The Flemish nitrogen minister must be secured and there are protests from farmers there too. But it is not as heavy as in the Netherlands with our southern neighbors. “What we have seen in the Netherlands is hallucinatory and unacceptable,” says the Flemish Minister of the Environment Zuhal Demir (N-VA) in Nieuwschuurs studio.
Demir, mother of a child of four, lives with her Dutch colleague Christianne van der Wal, who received a visit from angry farmers at home. “Children are the most vulnerable in our society”, they should remain out of control at all times as far as she is concerned.
In addition to compassion, she also has a message for her counterpart. Above all, she hopes that Van der Wal stands firm: “The Netherlands do your part.” She is firmly convinced that both the Flemish and the Dutch governments now have to go ahead.
“If we dont do that now, were going to promise things to farmers that we cant live up to. Thats lying.” Demir thinks that the same problems will return in the foreseeable future. “And then they say: look, politics dont dare to make decisions.”
Demir already expressed support to her Dutch colleague Christianne van der Wal via Twitter:
There were also fierce protests in Flanders. Meanwhile, the tempers there have calmed down. The measures are clear and the objection period has expired: 41 major polluters must be closed and bought out by 2025. Furthermore, the herd is reduced.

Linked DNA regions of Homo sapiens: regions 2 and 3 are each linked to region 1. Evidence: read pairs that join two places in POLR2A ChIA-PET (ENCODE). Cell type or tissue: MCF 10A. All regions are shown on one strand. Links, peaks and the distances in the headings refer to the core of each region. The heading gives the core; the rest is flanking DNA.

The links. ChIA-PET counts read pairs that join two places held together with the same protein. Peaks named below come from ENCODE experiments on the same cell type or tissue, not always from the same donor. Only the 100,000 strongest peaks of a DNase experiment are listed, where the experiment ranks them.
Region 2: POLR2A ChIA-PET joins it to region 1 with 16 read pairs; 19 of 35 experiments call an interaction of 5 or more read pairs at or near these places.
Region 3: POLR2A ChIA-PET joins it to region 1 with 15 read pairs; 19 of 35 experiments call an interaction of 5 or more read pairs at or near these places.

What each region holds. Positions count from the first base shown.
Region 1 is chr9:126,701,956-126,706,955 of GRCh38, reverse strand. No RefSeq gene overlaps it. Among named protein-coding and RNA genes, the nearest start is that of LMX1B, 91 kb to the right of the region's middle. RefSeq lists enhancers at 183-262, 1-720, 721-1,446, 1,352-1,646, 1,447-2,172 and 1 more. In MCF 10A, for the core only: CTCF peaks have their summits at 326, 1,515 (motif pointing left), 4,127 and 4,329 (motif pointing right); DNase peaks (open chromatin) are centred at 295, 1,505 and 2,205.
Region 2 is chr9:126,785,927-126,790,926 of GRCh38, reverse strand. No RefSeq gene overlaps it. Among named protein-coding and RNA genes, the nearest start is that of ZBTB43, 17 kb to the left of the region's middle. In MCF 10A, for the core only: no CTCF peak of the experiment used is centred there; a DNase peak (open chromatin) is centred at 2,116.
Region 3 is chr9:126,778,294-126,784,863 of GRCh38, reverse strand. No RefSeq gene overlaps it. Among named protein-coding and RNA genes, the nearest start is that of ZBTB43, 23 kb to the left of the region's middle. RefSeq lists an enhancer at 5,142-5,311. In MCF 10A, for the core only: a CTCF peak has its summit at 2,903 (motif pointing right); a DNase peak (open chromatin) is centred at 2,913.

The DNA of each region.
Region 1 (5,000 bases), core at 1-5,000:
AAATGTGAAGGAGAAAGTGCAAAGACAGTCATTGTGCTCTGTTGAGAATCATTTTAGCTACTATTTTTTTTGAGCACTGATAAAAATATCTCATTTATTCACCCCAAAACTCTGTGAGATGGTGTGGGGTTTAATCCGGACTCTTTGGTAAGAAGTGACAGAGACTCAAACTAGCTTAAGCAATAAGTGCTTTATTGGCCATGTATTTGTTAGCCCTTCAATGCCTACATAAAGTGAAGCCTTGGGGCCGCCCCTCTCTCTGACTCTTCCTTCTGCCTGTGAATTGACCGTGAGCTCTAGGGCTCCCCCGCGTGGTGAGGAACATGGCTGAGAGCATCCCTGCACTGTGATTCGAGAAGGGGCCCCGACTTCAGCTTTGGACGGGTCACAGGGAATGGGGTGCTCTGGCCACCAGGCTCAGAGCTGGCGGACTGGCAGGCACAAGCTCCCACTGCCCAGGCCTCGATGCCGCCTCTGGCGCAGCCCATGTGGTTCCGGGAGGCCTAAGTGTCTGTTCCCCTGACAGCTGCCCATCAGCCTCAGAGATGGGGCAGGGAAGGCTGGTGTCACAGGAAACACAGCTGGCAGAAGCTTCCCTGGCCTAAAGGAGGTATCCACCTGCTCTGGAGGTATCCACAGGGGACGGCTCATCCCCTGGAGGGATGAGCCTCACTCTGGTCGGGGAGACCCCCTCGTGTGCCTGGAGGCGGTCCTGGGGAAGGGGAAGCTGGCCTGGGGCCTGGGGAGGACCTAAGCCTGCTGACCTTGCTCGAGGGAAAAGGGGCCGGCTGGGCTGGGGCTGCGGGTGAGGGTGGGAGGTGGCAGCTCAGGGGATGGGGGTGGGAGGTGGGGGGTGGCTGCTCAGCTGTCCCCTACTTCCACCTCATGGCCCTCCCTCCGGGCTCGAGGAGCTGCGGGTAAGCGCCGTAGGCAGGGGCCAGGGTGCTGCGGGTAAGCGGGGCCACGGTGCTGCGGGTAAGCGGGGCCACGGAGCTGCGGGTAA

At a demonstration Wednesday evening, the atmosphere was friendly. But when the minister traveled through Flanders to discuss the measures, there was a lot of resistance. LTO leader Sjaak van der Tak, who represents farmers and gardeners in the Netherlands, praises the Flemish minister, who explained her policy in halls. He misses dialogue with The Hague, he says.
Demir would like to explain its policy. “As elected representative, you have to tell your story. But we can no longer porridges and keep wet.” With that message, she traveled through Flanders.
Minister Zuhal Demir traveled by halls to tell her story:
With regard to Demir, telling that story also includes debunking all misinformation. “Anger is fueled by deliberate disinformation,” she says. “Thats throwing oil on the fire, but we have to throw water on the fire,”
One of those stories, according to her, is that there is no place for farmers anymore. But that is pertinently not true, says Demir.
Ultimately, everything is focused on the public interest, says the Flemish minister. She emphasises the enormous economic damage if there are no nitrogen measures because no more permits for industry, housing and farmers are allowed to be issued. “We must prevent a permit stop and our health and nature should not suffer.”
After the summer, when all objections have been weighed, the Flemish Nitrogen Act must come into effect.